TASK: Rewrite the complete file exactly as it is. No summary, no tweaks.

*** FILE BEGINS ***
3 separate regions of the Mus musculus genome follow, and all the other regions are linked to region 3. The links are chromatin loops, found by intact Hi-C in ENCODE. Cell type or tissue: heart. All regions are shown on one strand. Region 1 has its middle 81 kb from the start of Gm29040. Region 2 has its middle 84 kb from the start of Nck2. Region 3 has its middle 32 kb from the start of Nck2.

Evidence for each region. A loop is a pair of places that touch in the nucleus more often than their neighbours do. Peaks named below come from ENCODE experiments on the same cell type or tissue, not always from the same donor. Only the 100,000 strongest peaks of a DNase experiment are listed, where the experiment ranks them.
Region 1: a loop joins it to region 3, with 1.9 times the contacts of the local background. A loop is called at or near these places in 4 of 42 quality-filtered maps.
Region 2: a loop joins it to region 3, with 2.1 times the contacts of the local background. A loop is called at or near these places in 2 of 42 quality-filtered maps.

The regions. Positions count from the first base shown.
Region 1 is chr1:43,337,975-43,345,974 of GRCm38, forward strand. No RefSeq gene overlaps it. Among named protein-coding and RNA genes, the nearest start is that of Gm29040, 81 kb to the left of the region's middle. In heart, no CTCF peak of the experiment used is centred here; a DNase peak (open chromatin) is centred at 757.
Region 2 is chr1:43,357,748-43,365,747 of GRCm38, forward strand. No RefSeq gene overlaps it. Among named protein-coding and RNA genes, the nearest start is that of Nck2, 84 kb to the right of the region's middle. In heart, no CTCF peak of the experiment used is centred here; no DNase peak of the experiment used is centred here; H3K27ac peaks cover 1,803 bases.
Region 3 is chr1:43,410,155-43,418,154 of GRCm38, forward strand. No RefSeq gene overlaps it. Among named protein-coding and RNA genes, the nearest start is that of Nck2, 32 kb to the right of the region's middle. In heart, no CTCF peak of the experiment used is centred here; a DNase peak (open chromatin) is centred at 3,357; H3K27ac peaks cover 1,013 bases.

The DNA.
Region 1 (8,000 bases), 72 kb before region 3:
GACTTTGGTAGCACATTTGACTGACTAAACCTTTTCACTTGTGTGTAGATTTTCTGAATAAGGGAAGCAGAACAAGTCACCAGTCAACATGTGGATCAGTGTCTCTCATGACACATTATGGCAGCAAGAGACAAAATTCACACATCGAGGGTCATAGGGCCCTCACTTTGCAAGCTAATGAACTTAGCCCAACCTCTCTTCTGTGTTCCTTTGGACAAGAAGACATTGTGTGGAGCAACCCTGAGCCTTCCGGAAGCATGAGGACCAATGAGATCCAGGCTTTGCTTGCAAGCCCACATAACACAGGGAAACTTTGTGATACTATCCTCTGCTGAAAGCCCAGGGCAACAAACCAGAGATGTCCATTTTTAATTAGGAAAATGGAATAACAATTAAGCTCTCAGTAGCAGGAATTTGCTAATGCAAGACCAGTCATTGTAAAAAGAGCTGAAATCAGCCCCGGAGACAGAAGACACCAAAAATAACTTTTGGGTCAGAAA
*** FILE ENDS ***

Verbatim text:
3 separate regions of the Mus musculus genome follow, and all the other regions are linked to region 3. The links are chromatin loops, found by intact Hi-C in ENCODE. Cell type or tissue: heart. All regions are shown on one strand. Region 1 has its middle 81 kb from the start of Gm29040. Region 2 has its middle 84 kb from the start of Nck2. Region 3 has its middle 32 kb from the start of Nck2.

Evidence for each region. A loop is a pair of places that touch in the nucleus more often than their neighbours do. Peaks named below come from ENCODE experiments on the same cell type or tissue, not always from the same donor. Only the 100,000 strongest peaks of a DNase experiment are listed, where the experiment ranks them.
Region 1: a loop joins it to region 3, with 1.9 times the contacts of the local background. A loop is called at or near these places in 4 of 42 quality-filtered maps.
Region 2: a loop joins it to region 3, with 2.1 times the contacts of the local background. A loop is called at or near these places in 2 of 42 quality-filtered maps.

The regions. Positions count from the first base shown.
Region 1 is chr1:43,337,975-43,345,974 of GRCm38, forward strand. No RefSeq gene overlaps it. Among named protein-coding and RNA genes, the nearest start is that of Gm29040, 81 kb to the left of the region's middle. In heart, no CTCF peak of the experiment used is centred here; a DNase peak (open chromatin) is centred at 757.
Region 2 is chr1:43,357,748-43,365,747 of GRCm38, forward strand. No RefSeq gene overlaps it. Among named protein-coding and RNA genes, the nearest start is that of Nck2, 84 kb to the right of the region's middle. In heart, no CTCF peak of the experiment used is centred here; no DNase peak of the experiment used is centred here; H3K27ac peaks cover 1,803 bases.
Region 3 is chr1:43,410,155-43,418,154 of GRCm38, forward strand. No RefSeq gene overlaps it. Among named protein-coding and RNA genes, the nearest start is that of Nck2, 32 kb to the right of the region's middle. In heart, no CTCF peak of the experiment used is centred here; a DNase peak (open chromatin) is centred at 3,357; H3K27ac peaks cover 1,013 bases.

The DNA.
Region 1 (8,000 bases), 72 kb before region 3:
GACTTTGGTAGCACATTTGACTGACTAAACCTTTTCACTTGTGTGTAGATTTTCTGAATAAGGGAAGCAGAACAAGTCACCAGTCAACATGTGGATCAGTGTCTCTCATGACACATTATGGCAGCAAGAGACAAAATTCACACATCGAGGGTCATAGGGCCCTCACTTTGCAAGCTAATGAACTTAGCCCAACCTCTCTTCTGTGTTCCTTTGGACAAGAAGACATTGTGTGGAGCAACCCTGAGCCTTCCGGAAGCATGAGGACCAATGAGATCCAGGCTTTGCTTGCAAGCCCACATAACACAGGGAAACTTTGTGATACTATCCTCTGCTGAAAGCCCAGGGCAACAAACCAGAGATGTCCATTTTTAATTAGGAAAATGGAATAACAATTAAGCTCTCAGTAGCAGGAATTTGCTAATGCAAGACCAGTCATTGTAAAAAGAGCTGAAATCAGCCCCGGAGACAGAAGACACCAAAAATAACTTTTGGGTCAGAAA